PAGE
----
According to an audit unveiled Tuesday, the state of Massachusetts has doled out over $18 million in ‘questionable public assistance benefits’ over the past few years, including distributing benefits to over $1,000 people who are either dead or using the Social Security number of a deceased person.
The alarming discovery covered cash, food stamps, and other benefits intended for low-income families, according to a report of the incident by Boston.com.
In 1,164 cases, deceased recipients continued to receive a total of $2.39 million in benefits up to 27 months after they had been reported dead. The state Department of Transitional Assistance also paid out at least $368,000 benefits to 178 guardians who claimed deceased persons as dependents, and $164,000 to 40 individuals being claimed by more than one guardian.
Although state auditor Suzanne Bump said she thought the bulk of the $1.7 billion a year in welfare programs the state provides each year was likely spent appropriately, she said it was disturbing the state was unable to identify so many signs of abuse and deception.
“It pains all of us in the auditor’s office to think that the program’s integrity is not being maintained,” Bump told Boston.com. “The most frustrating finding is that we were able to identify so many patterns of activity that could have raised suspicions, but did not.”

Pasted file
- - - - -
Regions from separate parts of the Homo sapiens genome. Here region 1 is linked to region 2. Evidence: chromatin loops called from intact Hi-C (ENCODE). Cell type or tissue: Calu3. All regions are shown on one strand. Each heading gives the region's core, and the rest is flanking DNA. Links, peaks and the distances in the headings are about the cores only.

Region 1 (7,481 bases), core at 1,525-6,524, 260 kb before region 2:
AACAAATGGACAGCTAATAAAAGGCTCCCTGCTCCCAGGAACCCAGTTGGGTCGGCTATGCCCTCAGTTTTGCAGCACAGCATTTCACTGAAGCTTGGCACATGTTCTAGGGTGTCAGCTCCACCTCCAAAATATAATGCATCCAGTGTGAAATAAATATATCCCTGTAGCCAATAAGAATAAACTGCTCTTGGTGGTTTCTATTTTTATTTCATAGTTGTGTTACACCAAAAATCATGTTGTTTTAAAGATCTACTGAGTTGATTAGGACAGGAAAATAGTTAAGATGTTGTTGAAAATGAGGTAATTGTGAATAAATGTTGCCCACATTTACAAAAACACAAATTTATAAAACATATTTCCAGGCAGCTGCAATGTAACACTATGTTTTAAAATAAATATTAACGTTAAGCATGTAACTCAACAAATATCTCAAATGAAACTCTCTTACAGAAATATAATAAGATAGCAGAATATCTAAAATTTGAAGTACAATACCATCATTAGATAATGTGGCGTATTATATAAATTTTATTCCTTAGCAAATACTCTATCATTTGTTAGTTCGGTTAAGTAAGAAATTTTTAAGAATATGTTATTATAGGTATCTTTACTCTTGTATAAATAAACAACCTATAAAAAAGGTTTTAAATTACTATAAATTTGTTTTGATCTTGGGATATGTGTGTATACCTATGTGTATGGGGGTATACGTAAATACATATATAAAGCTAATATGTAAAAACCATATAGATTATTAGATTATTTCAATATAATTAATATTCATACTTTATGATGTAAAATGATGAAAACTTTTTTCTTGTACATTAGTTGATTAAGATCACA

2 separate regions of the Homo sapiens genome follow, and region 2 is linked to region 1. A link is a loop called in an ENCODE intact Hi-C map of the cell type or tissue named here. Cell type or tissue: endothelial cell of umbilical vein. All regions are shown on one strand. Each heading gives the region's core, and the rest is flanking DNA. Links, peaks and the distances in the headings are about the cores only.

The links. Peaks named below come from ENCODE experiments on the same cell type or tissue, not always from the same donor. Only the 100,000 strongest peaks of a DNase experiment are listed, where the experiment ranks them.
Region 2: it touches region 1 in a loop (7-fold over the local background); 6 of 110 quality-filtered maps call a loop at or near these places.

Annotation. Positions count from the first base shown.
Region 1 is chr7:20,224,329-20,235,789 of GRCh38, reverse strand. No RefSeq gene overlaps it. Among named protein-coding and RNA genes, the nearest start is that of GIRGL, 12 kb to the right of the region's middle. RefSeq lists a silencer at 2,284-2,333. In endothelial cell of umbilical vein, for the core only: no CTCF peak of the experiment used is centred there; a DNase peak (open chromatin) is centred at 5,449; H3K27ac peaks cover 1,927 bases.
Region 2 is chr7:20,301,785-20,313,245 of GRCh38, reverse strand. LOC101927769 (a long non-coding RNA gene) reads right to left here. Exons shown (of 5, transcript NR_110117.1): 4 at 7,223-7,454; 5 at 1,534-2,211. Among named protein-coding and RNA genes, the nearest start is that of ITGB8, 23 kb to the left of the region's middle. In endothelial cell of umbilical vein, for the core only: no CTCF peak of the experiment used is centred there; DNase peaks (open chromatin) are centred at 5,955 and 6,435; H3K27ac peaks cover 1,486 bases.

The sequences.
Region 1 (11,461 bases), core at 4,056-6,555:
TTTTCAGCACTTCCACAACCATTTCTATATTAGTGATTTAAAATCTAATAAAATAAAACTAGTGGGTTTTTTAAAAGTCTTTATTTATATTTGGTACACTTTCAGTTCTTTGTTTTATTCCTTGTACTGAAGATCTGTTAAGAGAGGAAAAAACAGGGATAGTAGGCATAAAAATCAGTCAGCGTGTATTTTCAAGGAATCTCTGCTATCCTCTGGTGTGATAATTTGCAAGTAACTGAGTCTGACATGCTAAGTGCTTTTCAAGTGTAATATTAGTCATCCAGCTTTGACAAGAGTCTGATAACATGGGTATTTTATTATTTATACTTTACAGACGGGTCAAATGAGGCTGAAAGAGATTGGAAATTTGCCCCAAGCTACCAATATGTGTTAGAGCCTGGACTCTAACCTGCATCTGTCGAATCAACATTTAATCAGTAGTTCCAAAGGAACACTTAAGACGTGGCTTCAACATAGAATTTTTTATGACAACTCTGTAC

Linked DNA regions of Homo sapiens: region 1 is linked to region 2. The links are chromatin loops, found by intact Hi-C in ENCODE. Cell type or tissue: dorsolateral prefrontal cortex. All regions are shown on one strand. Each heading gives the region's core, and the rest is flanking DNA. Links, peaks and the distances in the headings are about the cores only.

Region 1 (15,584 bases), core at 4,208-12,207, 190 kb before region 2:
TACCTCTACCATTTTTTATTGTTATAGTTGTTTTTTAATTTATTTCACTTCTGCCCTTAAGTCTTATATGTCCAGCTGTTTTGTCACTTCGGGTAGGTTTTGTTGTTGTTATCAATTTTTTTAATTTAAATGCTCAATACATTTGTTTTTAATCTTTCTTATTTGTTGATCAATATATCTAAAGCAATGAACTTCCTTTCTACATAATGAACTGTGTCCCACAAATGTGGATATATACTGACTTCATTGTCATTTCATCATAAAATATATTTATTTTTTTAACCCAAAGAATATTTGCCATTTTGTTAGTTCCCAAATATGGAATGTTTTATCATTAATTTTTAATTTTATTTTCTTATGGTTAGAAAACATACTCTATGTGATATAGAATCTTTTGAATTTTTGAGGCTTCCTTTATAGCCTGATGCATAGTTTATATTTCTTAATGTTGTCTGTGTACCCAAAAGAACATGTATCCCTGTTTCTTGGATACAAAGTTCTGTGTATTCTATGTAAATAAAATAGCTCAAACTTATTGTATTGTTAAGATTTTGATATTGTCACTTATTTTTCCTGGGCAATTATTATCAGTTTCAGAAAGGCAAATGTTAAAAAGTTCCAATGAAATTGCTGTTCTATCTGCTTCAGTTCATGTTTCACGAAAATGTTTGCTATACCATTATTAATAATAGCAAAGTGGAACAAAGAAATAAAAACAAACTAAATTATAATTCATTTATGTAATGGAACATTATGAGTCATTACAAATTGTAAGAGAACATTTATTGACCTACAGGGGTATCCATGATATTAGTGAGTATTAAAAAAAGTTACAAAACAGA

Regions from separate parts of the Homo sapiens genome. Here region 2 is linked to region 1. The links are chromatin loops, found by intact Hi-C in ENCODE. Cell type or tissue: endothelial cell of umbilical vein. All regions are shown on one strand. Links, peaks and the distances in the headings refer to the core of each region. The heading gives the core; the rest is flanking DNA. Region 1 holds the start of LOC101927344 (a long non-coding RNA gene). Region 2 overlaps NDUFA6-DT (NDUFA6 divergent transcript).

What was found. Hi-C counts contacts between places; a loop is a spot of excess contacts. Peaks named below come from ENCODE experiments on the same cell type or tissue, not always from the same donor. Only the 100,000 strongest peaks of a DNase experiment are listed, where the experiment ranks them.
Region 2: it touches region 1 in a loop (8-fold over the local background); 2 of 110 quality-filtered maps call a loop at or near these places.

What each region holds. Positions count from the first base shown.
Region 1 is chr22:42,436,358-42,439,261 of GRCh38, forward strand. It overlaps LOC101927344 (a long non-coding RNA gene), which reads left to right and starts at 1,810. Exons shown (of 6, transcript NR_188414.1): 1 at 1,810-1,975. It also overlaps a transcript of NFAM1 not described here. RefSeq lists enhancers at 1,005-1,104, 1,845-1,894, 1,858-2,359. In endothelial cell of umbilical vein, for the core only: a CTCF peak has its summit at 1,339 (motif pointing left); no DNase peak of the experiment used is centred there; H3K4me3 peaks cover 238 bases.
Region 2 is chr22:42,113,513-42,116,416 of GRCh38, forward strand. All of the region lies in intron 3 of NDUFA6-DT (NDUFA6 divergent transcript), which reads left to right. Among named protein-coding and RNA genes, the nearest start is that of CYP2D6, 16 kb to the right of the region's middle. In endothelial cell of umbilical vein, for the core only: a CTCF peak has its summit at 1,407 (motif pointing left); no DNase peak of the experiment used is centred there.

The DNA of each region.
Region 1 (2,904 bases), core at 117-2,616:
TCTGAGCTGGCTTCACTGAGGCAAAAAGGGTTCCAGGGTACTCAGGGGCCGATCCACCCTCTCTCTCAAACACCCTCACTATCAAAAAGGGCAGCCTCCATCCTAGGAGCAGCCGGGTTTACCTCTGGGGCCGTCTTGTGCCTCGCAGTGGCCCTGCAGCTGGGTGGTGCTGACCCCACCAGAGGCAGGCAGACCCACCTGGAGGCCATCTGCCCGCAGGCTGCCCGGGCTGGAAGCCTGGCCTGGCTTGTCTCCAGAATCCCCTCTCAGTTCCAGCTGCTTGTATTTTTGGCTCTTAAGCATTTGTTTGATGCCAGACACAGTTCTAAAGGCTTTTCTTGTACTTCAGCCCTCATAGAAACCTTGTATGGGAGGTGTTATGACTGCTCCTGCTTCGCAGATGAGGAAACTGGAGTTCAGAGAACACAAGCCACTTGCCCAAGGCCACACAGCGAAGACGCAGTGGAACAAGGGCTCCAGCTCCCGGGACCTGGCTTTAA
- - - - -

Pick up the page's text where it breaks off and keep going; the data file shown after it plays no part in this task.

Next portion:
Some of those suspicions include transactions on electronic benefit cards amounting to $15 million, including almost $5 million in which all food benefits had been withdrawn at once. Meanwhile, five regional offices could not provide documentation for more than 30,000 EBT cards, according to Fox News.
Back in July 2012 the state Department of Transitional Assistance – the department tasked with administering benefits – told auditors it was in the process of addressing several issues, including reviewing a list of welfare recipients to lists maintained by the Social Security Administration of recently-deceased individuals.
However, just one month later, a state auditor found most of those dead recipients were still receiving benefits – including several who started receiving aid for the first time.
This week’s report adds to an already scandal-plagued 2013 for the Department of Transitional Assistance.
In February, the department’s former director Daniel J. Curley resigned after inspector general Glenn Cunha reported that the agency failed to verify recipients’ eligibility, a shortcut that could have cost the state $25 million a year in unwarranted payments.